When Dr. Brian Noland took over as president of ETSU back in 2012, he had a valuable opportunity to sit down with his predecessors and get the lay of the land.
During the course of those discussions with Dr. Paul Stanton and Dr. Roy Nicks, Nicks gave Noland a nugget of information pertaining to the Millennium Centre.
“Dr. Nicks reminded me, ‘Brian, when we were building all of this, the thought was that it would transfer to the university. File that away,’ ” Noland recalled.
On Friday, Noland and Johnson City city manager Pete Peterson made a joint announcement that the time had come for the city’s Public Building Authority to sell the building and the adjacent parking garage to ETSU for $5.8 million. The Johnson City Commission approved the purchase agreement last Thursday night, which sparked a flurry of moves by the city government and the PBA to clear the way for the transfer, which both sides hope is completed by Oct. 1.
Peterson estimated that the sides were already two-thirds of the way through the process of completing the transfer by the time he and Noland met the media late Friday afternoon. The commission’s resolution freed up mayor David Tomita to break the city’s lease with the Public Building Authority, which has managed and operated the Millennium Centre on behalf of the city since the facility first opened. Other agreements – such as the one between the city and the state for the pedestrian bridge that crosses University Parkway – were also broken to clear the way for the deal to go through.
On Friday morning, the PBA met and gave its chairman authority to terminate a number of agreements they had in place with ETSU, the VA and the Carnegie Hotel.
“All of the local approvals have been made as of this afternoon, and at this point, the approval process moves to the state level,” Peterson said.
While Noland said it’s impossible to guarantee smooth sailing at the state level, he emphasized that the state has been kept apprised of negotiations between the city and the university, so he doesn’t anticipate any roadblocks.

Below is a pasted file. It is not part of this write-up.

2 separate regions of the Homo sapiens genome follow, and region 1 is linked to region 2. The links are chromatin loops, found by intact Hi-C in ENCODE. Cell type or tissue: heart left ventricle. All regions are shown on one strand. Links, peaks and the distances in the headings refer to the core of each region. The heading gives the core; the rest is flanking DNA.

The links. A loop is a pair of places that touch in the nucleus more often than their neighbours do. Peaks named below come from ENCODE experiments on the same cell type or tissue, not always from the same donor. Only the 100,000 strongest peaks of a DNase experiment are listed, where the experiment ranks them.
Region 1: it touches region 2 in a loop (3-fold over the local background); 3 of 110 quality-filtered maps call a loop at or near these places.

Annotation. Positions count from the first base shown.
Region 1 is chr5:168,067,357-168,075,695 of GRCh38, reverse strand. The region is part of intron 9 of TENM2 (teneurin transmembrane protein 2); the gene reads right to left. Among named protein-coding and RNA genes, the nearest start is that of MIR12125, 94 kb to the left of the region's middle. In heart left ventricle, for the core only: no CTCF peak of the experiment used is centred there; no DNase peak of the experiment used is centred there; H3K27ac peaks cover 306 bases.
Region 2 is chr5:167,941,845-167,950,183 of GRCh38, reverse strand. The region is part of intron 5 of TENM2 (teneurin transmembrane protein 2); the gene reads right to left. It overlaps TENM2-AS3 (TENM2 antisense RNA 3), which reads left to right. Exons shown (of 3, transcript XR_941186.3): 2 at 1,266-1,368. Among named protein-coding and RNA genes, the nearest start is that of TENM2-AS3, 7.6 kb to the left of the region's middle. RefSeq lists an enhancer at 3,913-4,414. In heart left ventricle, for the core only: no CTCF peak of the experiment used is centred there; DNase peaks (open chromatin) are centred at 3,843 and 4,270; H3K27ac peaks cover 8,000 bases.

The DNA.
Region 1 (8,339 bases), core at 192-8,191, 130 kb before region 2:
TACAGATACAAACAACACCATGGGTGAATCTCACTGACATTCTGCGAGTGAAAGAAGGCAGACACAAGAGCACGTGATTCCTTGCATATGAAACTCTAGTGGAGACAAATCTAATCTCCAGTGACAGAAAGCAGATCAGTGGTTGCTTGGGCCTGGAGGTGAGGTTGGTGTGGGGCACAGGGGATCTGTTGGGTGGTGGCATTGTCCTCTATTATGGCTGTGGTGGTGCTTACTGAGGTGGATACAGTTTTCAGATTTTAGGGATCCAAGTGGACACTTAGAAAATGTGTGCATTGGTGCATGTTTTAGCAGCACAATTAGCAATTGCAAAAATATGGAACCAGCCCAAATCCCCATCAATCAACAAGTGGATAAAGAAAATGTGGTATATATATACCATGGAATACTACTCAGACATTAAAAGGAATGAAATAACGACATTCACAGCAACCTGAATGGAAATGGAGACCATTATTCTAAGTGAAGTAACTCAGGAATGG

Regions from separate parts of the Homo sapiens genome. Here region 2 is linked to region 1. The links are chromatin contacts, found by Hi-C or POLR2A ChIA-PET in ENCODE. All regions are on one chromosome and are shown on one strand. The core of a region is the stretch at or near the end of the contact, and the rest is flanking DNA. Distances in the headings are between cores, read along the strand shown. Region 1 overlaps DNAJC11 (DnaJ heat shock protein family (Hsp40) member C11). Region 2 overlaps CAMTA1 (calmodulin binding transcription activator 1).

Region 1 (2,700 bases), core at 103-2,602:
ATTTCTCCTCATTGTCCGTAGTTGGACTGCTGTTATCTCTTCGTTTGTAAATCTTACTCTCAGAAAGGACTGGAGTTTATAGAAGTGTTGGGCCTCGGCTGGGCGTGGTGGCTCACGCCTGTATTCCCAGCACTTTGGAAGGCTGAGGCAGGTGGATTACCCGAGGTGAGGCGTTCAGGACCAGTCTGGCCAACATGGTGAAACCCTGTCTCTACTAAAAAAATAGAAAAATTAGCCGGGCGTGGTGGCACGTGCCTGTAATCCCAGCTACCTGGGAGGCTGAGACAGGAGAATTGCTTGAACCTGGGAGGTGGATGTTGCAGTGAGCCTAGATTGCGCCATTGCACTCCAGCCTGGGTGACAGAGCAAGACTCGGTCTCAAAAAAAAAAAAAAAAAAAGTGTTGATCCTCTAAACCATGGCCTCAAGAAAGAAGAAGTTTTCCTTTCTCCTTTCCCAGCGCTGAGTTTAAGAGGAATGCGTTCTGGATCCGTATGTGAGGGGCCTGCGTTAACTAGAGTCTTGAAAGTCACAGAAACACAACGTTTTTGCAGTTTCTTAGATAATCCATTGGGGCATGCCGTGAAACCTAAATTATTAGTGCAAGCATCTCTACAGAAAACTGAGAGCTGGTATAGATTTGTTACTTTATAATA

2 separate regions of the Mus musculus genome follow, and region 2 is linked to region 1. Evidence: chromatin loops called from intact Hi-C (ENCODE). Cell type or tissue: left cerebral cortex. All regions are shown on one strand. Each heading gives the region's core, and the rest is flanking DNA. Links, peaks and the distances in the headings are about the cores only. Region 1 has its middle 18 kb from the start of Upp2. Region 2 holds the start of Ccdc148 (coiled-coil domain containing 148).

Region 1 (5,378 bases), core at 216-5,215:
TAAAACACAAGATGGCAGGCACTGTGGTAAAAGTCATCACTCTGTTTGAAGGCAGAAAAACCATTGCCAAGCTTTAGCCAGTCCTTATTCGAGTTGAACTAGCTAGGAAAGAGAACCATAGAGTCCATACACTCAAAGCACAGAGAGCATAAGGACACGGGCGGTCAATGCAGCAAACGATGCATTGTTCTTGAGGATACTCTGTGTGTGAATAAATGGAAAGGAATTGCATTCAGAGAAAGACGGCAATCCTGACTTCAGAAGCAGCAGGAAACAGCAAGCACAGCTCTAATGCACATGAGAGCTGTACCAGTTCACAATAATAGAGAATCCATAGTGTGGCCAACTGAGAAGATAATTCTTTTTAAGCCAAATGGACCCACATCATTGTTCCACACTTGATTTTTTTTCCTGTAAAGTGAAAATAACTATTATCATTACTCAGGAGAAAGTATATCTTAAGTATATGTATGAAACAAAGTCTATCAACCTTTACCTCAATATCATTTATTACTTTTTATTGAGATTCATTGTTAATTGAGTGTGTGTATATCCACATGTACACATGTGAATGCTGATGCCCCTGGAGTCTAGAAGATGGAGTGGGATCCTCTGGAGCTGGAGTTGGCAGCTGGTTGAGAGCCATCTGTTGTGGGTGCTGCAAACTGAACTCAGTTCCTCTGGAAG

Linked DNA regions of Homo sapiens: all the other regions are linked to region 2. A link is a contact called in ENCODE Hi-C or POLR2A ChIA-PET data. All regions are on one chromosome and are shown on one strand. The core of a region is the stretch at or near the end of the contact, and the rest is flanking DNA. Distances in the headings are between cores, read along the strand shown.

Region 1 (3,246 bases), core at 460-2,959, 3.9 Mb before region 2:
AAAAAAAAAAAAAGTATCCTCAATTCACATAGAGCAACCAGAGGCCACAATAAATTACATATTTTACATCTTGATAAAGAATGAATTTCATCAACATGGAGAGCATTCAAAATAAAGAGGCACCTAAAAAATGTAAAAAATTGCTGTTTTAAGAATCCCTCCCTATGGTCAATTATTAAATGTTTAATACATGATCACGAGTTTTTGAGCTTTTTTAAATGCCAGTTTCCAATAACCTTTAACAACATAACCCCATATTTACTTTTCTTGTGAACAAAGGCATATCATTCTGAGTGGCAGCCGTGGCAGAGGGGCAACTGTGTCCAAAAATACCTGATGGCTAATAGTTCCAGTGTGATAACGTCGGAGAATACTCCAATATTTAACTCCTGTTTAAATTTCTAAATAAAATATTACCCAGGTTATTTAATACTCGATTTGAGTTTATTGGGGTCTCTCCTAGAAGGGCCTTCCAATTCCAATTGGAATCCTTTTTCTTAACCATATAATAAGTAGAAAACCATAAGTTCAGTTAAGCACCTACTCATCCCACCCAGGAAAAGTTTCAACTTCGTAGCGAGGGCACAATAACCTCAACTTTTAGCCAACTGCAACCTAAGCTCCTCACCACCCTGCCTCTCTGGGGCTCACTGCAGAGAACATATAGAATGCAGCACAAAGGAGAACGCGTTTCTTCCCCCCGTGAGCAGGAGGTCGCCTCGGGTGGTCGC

“We’ve executed every step of this in conjunction with our partners in Nashville,” Noland said.
One potential hang-up, at least on the local level, is a contractual requirement that the PBA must give Sodexo – which operates the Millennium Centre on behalf of the PBA – a 90-day notice before terminating the agreement. With both sides eyeing an Oct. 1 transfer date, Sodexo will have to wave that clause to clear the way for the deal to go through.
“(Sodexo was) involved in a conversation earlier today where we established the Oct. 1 transaction date, and they are verbally amiable to that,” Peterson said. “We still need to get the final contract documents approved, but we see no reason that the Oct. 1 date won’t be obtainable.”
For those who have events scheduled at the Millennium Centre in the near future, Noland gave his assurance that those will go on as planned. In fact, he said the public will likely notice little difference once the sale is complete.
While the long-term goal will be to establish new academic programs and expand existing ones in the Millennium Centre, Noland foresees public use of the building continuing as it does with other on-campus facilities.
“One of the things I’m proud of is the partnership we’ve built with the city that really looks at facilities as community facilities, not city facilities or ETSU facilities,” he said. “These spaces are community spaces. It just comes down to the matter of scheduling.”
For the city, the sale of the Millennium Centre will free up some capital that can be used on other projects, most notably a redevelopment of Walnut Street that is projected to cost as much as $15 million. Peterson estimates that the sale of the Millennium Centre will free up approximately $2 million per year in the city’s general fund between now and 2022 with a projected annual savings of $600,000 from that point forward.
As the Millennium Centre prepares to start a new chapter, Peterson said the venture has been a success by any measure.
“What we have done is we’ve got an economic engine developed and on its feet,” Peterson said. “It’s now time for that economic project to have a new owner that can take it to new heights while we redirect our funding into other redevelopment projects in the city.
“I think both parties can honestly sit here today and say we both won in this deal.”